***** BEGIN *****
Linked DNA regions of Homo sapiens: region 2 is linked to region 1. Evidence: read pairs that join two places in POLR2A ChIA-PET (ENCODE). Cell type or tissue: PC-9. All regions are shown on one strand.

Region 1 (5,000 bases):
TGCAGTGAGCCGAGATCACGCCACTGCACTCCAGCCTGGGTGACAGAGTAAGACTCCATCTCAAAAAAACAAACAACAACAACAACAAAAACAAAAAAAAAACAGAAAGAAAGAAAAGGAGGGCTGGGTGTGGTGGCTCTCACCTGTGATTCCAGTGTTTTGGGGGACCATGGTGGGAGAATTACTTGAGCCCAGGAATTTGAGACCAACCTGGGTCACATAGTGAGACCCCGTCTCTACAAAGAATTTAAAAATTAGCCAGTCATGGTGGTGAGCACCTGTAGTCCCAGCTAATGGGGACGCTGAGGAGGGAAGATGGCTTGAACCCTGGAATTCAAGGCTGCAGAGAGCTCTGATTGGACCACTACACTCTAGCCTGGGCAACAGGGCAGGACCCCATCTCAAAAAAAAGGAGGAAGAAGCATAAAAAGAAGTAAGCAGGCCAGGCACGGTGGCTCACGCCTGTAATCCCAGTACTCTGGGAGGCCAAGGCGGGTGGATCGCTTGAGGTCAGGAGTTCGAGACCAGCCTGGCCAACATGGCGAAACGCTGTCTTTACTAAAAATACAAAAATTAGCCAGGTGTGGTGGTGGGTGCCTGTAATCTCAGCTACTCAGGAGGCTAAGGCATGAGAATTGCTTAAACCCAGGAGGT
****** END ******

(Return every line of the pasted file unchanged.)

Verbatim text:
Linked DNA regions of Homo sapiens: region 2 is linked to region 1. Evidence: read pairs that join two places in POLR2A ChIA-PET (ENCODE). Cell type or tissue: PC-9. All regions are shown on one strand.

Region 1 (5,000 bases):
TGCAGTGAGCCGAGATCACGCCACTGCACTCCAGCCTGGGTGACAGAGTAAGACTCCATCTCAAAAAAACAAACAACAACAACAACAAAAACAAAAAAAAAACAGAAAGAAAGAAAAGGAGGGCTGGGTGTGGTGGCTCTCACCTGTGATTCCAGTGTTTTGGGGGACCATGGTGGGAGAATTACTTGAGCCCAGGAATTTGAGACCAACCTGGGTCACATAGTGAGACCCCGTCTCTACAAAGAATTTAAAAATTAGCCAGTCATGGTGGTGAGCACCTGTAGTCCCAGCTAATGGGGACGCTGAGGAGGGAAGATGGCTTGAACCCTGGAATTCAAGGCTGCAGAGAGCTCTGATTGGACCACTACACTCTAGCCTGGGCAACAGGGCAGGACCCCATCTCAAAAAAAAGGAGGAAGAAGCATAAAAAGAAGTAAGCAGGCCAGGCACGGTGGCTCACGCCTGTAATCCCAGTACTCTGGGAGGCCAAGGCGGGTGGATCGCTTGAGGTCAGGAGTTCGAGACCAGCCTGGCCAACATGGCGAAACGCTGTCTTTACTAAAAATACAAAAATTAGCCAGGTGTGGTGGTGGGTGCCTGTAATCTCAGCTACTCAGGAGGCTAAGGCATGAGAATTGCTTAAACCCAGGAGGT